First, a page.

On 12/23/05, Shane Hathaway <[EMAIL PROTECTED]> wrote: > Jeff Shell wrote: > > I just believe - heavily - after many of my Zope 2 experiences that > > configuration as done by ZCML should be as separate from the code > > itself as possible. If it's going to be in the same programming > > language, it needs to be made clear what it is, what can be done, and > > what can NOT be done. > > Ok, but you broke your own rule. Quoting your blog entry : > > zope.component.provideUtility(greyhounds, name='greyhound') > >  > http://griddlenoise.blogspot.com/2005/12/zope-component-architecture-interfaces.html > > This code appears at module scope. You've hardcoded the configuration > of a utility. You did it again with some provideAdapter() calls. > You're doing configuration the same way Zope 2 does it. You created > nontrivial side effects that no one can control without changing your > code. Even worse, this is a public example which I myself promoted! I > apparently made a mistake. Upon reflection, I realize that your example > is dangerous and illegal, since it integrates poorly with Zope. You're > outright wrong and your blog should be shot!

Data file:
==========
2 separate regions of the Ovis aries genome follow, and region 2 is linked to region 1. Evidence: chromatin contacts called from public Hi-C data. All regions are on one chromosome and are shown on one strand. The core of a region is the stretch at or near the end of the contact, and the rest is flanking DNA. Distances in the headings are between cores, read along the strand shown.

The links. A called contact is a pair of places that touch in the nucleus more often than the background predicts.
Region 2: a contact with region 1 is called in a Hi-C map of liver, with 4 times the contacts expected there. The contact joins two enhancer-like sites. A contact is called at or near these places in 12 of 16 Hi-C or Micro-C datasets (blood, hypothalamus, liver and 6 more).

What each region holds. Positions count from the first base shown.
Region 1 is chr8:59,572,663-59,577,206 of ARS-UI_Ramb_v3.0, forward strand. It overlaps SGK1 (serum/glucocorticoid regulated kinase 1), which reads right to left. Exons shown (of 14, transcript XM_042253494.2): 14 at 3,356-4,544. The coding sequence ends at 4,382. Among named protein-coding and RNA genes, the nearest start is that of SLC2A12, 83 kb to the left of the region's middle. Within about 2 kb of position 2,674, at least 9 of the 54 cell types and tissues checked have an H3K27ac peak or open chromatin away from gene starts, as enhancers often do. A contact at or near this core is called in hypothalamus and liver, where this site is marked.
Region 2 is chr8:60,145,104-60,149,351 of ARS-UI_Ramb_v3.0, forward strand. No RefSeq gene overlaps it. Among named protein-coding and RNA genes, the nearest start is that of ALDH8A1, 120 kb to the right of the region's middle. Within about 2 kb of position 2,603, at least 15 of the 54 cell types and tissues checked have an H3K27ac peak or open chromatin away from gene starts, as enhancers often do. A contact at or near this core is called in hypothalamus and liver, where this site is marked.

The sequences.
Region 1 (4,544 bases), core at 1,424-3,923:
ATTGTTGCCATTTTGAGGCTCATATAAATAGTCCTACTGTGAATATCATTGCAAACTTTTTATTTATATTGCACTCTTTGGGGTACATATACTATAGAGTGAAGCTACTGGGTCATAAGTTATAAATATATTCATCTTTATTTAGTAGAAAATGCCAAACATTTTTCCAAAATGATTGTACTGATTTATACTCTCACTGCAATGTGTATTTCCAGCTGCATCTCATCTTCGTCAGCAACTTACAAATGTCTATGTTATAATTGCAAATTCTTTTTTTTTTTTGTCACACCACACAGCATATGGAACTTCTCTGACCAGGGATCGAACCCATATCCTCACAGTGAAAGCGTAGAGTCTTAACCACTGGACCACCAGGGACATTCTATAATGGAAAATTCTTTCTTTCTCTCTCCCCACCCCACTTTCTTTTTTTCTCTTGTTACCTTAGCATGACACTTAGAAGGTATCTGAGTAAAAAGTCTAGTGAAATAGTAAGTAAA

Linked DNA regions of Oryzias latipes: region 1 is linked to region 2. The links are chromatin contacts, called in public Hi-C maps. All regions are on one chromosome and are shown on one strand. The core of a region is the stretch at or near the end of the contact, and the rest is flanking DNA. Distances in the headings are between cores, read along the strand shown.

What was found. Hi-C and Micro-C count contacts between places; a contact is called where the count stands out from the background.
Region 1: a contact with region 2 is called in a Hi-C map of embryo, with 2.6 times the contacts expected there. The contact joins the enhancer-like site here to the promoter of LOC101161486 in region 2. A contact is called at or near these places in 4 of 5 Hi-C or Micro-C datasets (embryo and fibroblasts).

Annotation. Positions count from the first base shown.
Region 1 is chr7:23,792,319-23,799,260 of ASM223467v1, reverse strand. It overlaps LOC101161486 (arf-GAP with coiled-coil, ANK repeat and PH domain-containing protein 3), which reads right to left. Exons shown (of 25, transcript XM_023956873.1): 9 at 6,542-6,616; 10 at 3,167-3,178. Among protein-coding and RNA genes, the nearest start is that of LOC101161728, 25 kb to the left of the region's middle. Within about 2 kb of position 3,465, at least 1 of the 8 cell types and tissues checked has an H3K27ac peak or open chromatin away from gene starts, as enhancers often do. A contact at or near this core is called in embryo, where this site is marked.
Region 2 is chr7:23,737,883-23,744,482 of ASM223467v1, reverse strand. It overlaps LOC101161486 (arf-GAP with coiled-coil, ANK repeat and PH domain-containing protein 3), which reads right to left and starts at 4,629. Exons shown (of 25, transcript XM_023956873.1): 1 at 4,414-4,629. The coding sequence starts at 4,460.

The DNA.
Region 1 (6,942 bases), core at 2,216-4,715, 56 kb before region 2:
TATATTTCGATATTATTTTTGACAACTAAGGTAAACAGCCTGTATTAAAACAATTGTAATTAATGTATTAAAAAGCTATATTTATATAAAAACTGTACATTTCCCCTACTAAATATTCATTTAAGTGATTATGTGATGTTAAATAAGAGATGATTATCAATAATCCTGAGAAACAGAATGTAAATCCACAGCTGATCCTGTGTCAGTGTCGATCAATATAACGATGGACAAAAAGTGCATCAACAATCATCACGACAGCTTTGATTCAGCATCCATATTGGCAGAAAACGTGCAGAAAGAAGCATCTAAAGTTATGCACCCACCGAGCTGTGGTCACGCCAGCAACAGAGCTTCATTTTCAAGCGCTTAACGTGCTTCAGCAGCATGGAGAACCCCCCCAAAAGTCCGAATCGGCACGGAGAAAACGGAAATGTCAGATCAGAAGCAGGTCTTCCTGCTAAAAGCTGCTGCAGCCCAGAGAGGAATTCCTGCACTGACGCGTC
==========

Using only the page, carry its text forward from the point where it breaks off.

I was not writing a Zope 3 Application Server Application - I had one utility and three adapters crammed into a make believe module :). In the second article, I moved those into 'basicConfigure()' functions anyways. My code used nothing more than zope.component and zope.interface, and that's all that I was trying to show. I do believe that the component architecture is and should be usable without ZCML. But I also believe that large systems such as the full app server and applications built on the larger Zope framework can benefit from it. > Ok, not really. ;-) But this illustrates why the line between code and > configuration shouldn't be a brick wall. Your example would have been > much cleaner if you had written a function at module scope where you > perform all registrations for the module. Then users of your module > could choose to call your registrations or not. > > ... which is pretty much what you did in a later example, in > basicConfigure()!  Users can choose to call basicConfigure(), and if > they don't, they start with a squeaky clean configuration. See, this > idea is not really mine. *You* configured things in Python code. You > did it because it's natural and easier to explain. I'm suggesting a way > to let you write configuration code safely, so that those who follow > your example don't descend into a Zope 2 mess. > >  > http://griddlenoise.blogspot.com/2005/12/zope-component-architecture-one-way-to.html I was also writing an advocacy post (in the first one) at midnight that was bordering days that nearly dropped me dead from the point of exhaustion. I wasn't wanting to show endless black magic - "and then I wave my hands and everything is configured!". I was wanting to show how two modules - zope.component and zope.interface - could be used without the rest of Zope (aside from zope.exception, I believe). > Not long after ZCML came into existence, I invented a way to configure > using Python code, and I think I posted some examples. I realize now > that the simple way I did it was wrong. What I'm suggesting now is to > retain the semantics of ZCML but switch the syntax. It would be > possible to automate the conversion of all existing ZCML files. > > The XML implementation of Zope configuration is an overreaction to the > things that went wrong in Zope 2. Configuration in Zope 2 was bad > simply because there was no consistent method of configuring things. > Now that we have a fairly complete configuration system and a set of > conventions, sloppy configuration will no longer proliferate in the Zope > community, unless the system is too rigid. Your example broke > convention, with potentially harmful consequences for people who follow > your example, suggesting the system is currently too rigid. My example, again, was a single standalone module written on near zero sleep. It was by the second "example" that it had already grown to be too big to be configured in-line. > > I think you could achieve this with Python, but you'd need do document > > the hell out of it and put in a smart and restrictive system that > > would ensure that sloppy configuration didn't happen, that the > > 'configure.py' module was unused by anything but the configuration > > system, and that the package it was in could be loaded as a Python > > package/module without the 'configure.py' module (which would have the > > most requirements on the configuration of the outside system) be > > ignored or otherwise not "blow up" when trying to register against > > something not defined. > > Restrictions aren't necessary. If developers are simply told what the > convention is and why they should follow it, they'll follow it. Again, > the problem in Zope 2 was that there was no convention for > configuration, so everyone made one up. Restrictions help. Or, at the very least, warnings. "warning: configuration module imported by non-configuration system in ..." > > Also, I'd like to point out that Python is not the best language for > > housing a lot of complex configuration data. Perl and Ruby tend to be > > a lot easier to use here, as the language kindof makes it easier to > > write fake little mini-languages since they're a lot more free-form > > syntactically. I'm sure there are others here that remember > > maintaining nested tuples of tuples of tuples for Zope things like > > __ac_permissions__. Those were not always easy to read or maintain. > > Hmm. I think Python is actually pretty good for mini-languages, > particularly because the syntax is simple and well known. Also because > you get smart editors, debugging, familiarity, etc. for free. Maybe too many of the 'configuration' modules I've seen done in Python rely too much on big nested dictionaries and lists. You're not using much in the way of syntax when configuring. You're either calling a lot of objects or registering a lot of strings / symbols / objects in big data structures. There are some constructs, especially in Perl, that makes entering that data easier (like the 'quoted words' construct). > > ZCML has the benefits of using zope.schema to define and format the > > fields used in configuration and turn them into meaningful objects. > > We'd still have that. > > > The ability to use local dotted names: <foo for=".interfaces.IPony"> > > <far class="..zoo.Butterstick">. > > We'd still have that too, if we really want it. An import is a lot > cleaner, though. And I think that's where I worry. With ZCML, name resolution happens very late. This seems to cut down on the problems that I've had with Zope 2 style configuration. If imports are in the top of the module, as most developers are used to doing, then they're executed as the module is imported for the first time. This is why I don't want 'configure.py' to be imported by other code if it can be helped. I feel I have a lot more control over the order with which things are configured with ZCML. I'm confident in the behavior of ZCML configuration code being executed independently of any other code in the system. I know that if my framework depends on hurry.file that I can ensure it gets configured before my code. 'import' is better and cleaner, but it's a situation where I worry about side effects unless the imports are outside of the top level of these hypothetical 'configure.py' modules. _______________________________________________ Zope3-users mailing list Zope3email@example.com http://mail.zope.org/mailman/listinfo/zope3-users